Monday, April 15, 2019
Rocio Granados - La Voz Catolica
MIAMI GARDENS | Climate change is real, there’s plenty of scientific evidence to prove it, and the various faith communities should come together to do something about it.
That was the message repeated by speakers at the Second International Conference on Climate, which took place April 4 and 5 at St. Thomas University in Miami Gardens. The focus of this year’s conference was caring for creation in different faith traditions. The event brought representatives from Protestant churches, the Muslim community, Archbishop Thomas Wenski, and several scientists and experts to speak on the subject.
Rabbi Jeffrey K. Salkin, of Temple Solel in Hollywood, called climate change “the 11th plague.” But the good news is that “we can make changes to our habits and we can urge our churches, synagogues and institutions to get involved on the subject. This is something that will unite different communities of faith.”
The representative of the Muslim community, Nadia Ahmad, a law professor at Barry University, agreed, noting that “caring for creation is a theme that all faiths recognize.”
In his opening remarks, Luis Fernandez, dean of undergraduate programs at St. Thomas, stressed that “climate change is real. There is sufficient scientific evidence to prove it.”
He noted that extreme climatic events, from droughts to flooding, are becoming much more common. Glaciers are melting, sea levels are rising, and the phenomenon is affecting every part of the world. Many species are moving toward extinction at a faster rate, and more people are at risk of disease and famine than at any time since World War II.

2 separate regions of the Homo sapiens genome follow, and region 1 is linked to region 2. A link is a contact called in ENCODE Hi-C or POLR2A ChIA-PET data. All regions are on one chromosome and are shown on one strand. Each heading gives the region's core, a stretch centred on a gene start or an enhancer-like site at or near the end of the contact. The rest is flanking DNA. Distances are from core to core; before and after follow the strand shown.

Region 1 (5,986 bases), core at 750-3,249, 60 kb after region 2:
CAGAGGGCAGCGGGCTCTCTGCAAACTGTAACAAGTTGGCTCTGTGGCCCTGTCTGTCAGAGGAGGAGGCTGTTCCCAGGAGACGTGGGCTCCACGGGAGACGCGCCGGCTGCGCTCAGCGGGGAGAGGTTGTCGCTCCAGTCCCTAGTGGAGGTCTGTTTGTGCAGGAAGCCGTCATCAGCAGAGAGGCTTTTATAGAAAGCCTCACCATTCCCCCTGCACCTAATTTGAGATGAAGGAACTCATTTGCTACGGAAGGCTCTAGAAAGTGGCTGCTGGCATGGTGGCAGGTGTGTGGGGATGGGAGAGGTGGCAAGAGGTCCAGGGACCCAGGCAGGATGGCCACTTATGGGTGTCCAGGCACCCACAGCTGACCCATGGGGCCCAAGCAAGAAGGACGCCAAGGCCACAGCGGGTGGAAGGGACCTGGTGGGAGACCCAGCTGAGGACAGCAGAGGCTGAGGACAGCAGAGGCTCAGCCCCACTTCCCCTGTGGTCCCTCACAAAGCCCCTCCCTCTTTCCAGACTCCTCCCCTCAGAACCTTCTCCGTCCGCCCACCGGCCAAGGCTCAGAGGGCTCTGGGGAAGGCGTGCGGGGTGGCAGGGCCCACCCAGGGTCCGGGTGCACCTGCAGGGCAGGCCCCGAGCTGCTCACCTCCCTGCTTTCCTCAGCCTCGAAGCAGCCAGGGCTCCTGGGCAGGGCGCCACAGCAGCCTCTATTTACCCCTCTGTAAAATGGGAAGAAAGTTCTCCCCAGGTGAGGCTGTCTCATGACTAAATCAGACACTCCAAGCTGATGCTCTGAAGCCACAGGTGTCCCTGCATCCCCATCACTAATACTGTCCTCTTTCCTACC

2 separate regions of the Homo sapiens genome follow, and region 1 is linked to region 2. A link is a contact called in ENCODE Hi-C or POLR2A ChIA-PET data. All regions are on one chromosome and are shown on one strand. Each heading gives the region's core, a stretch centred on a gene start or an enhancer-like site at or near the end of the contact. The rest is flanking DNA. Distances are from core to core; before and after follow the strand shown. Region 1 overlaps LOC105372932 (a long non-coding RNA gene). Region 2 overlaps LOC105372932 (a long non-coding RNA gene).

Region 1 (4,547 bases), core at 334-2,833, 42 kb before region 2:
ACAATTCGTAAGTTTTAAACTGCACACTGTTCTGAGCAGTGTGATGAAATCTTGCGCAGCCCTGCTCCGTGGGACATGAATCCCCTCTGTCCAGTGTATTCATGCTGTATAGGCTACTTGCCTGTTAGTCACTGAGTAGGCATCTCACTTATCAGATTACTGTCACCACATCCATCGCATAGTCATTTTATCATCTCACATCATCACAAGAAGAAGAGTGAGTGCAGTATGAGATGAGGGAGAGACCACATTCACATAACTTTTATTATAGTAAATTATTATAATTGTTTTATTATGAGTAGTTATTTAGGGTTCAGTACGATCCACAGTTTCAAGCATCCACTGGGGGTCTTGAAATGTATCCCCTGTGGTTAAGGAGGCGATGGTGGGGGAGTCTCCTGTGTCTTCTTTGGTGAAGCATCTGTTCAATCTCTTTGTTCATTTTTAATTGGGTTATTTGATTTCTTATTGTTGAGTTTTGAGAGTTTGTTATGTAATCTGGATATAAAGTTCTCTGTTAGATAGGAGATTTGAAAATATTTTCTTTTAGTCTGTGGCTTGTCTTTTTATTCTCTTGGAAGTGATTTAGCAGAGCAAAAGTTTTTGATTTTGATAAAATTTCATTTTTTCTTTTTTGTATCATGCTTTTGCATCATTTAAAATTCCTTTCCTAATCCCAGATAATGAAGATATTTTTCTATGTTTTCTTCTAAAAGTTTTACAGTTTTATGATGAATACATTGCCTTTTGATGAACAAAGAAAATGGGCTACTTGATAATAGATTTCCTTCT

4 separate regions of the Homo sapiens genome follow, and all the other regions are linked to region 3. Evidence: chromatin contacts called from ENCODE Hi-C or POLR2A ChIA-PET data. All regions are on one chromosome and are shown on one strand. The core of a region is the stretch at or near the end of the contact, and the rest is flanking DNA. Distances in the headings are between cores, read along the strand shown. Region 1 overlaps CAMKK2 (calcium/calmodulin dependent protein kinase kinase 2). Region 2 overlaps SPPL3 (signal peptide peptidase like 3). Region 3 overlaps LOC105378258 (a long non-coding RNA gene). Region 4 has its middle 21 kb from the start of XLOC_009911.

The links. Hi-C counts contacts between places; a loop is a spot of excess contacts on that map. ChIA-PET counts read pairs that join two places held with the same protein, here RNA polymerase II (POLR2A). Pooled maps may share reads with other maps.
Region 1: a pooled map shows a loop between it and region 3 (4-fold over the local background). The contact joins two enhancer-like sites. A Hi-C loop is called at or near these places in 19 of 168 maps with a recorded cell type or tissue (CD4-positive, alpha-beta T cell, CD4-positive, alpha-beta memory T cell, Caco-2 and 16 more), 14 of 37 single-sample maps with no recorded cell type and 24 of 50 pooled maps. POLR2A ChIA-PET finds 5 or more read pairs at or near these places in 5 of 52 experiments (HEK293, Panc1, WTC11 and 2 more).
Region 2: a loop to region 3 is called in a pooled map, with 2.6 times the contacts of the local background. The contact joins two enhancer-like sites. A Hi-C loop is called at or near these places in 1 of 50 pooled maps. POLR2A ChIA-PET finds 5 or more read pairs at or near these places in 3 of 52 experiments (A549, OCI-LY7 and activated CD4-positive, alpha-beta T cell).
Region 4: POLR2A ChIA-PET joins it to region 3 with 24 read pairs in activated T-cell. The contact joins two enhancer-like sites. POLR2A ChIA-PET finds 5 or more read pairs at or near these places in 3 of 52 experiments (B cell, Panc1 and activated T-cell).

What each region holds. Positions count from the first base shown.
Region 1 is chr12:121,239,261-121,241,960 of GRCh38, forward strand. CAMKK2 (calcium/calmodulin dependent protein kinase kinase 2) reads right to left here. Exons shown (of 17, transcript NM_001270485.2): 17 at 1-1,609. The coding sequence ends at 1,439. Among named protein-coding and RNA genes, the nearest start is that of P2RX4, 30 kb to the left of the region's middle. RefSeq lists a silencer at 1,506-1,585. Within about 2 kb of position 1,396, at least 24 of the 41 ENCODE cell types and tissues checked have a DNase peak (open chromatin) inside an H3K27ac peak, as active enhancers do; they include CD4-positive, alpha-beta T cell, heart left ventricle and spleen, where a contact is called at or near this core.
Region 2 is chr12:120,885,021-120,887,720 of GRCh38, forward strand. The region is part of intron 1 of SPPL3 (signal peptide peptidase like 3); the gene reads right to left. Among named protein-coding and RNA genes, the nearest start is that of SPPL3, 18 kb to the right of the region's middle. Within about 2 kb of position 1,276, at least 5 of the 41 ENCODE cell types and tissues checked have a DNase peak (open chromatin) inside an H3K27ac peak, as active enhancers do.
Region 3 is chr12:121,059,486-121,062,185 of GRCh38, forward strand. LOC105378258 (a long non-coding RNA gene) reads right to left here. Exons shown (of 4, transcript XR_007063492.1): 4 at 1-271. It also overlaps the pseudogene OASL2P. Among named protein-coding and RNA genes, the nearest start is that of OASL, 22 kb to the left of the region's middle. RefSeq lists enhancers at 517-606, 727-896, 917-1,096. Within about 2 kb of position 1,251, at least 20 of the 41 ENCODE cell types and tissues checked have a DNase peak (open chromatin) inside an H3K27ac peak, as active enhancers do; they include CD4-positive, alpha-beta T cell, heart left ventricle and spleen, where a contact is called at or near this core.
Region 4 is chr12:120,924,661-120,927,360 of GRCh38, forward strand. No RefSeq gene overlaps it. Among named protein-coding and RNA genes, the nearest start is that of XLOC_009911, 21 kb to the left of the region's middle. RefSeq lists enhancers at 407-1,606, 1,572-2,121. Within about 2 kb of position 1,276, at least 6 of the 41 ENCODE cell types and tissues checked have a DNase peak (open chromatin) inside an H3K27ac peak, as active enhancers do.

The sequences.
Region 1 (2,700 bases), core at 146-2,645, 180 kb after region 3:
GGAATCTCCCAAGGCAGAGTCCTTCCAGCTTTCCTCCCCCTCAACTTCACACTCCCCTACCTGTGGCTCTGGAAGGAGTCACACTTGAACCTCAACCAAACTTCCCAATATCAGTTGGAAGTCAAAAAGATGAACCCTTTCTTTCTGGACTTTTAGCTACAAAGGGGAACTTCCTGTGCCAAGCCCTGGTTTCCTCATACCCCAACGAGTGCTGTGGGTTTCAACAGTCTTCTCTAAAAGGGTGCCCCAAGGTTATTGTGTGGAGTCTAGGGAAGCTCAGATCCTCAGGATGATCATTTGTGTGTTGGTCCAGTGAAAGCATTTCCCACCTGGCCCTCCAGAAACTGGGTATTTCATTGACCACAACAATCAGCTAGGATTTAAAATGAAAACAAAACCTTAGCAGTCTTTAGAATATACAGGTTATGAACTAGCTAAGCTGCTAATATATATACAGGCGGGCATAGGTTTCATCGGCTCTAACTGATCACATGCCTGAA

“Climate change does not have political affiliations, nor does it take the economy nor faith into account. It affects everything. Because of this, immediate action is required,” Fernandez said.
Temperince Morgan, executive director of The Nature Conservancy, which teamed up with St. Thomas to co-host the event, said South Florida is already living with the reality of climate change. Rising sea temperatures are endangering coral reefs that act as natural barriers against hurricanes and storms. One of the missions of the organization is to restore the natural habitat of those reefs by 2030.
“Climate change is no longer an event of the future, it is happening right now,” said Rev. Dr. Jim Antal, of the Massachusetts Conference United Church of Christ, a climate change activist and author of “Climate Church, Climate World.” He pointed out that oceans absorb 93 percent of the heat created by global warming and the warming is occurring 40 percent faster than expected.
Laudato Si explains that “human life is based on three fundamental and closely related relationships: with God, with our neighbor and with the Earth itself,” the archbishop said.
In humanity’s relationship with the Earth, “Pope Francis focuses on the impacts of pollution, the need for drinkable water, the disposal of toxic waste and climate change, the last of which he calls ‘one of the main challenges facing humanity in our day,’” Archbishop Wenski added.
Although access to drinkable water is a basic human and universal right, currently “the poor do not have access to drinkable water. They are denied the right to a life compatible with their inalienable dignity,” said the Vatican’s representative to the conference, Tebaldo Vinciguerra, who works in the Dicastery for the Promotion of Integral Human Development.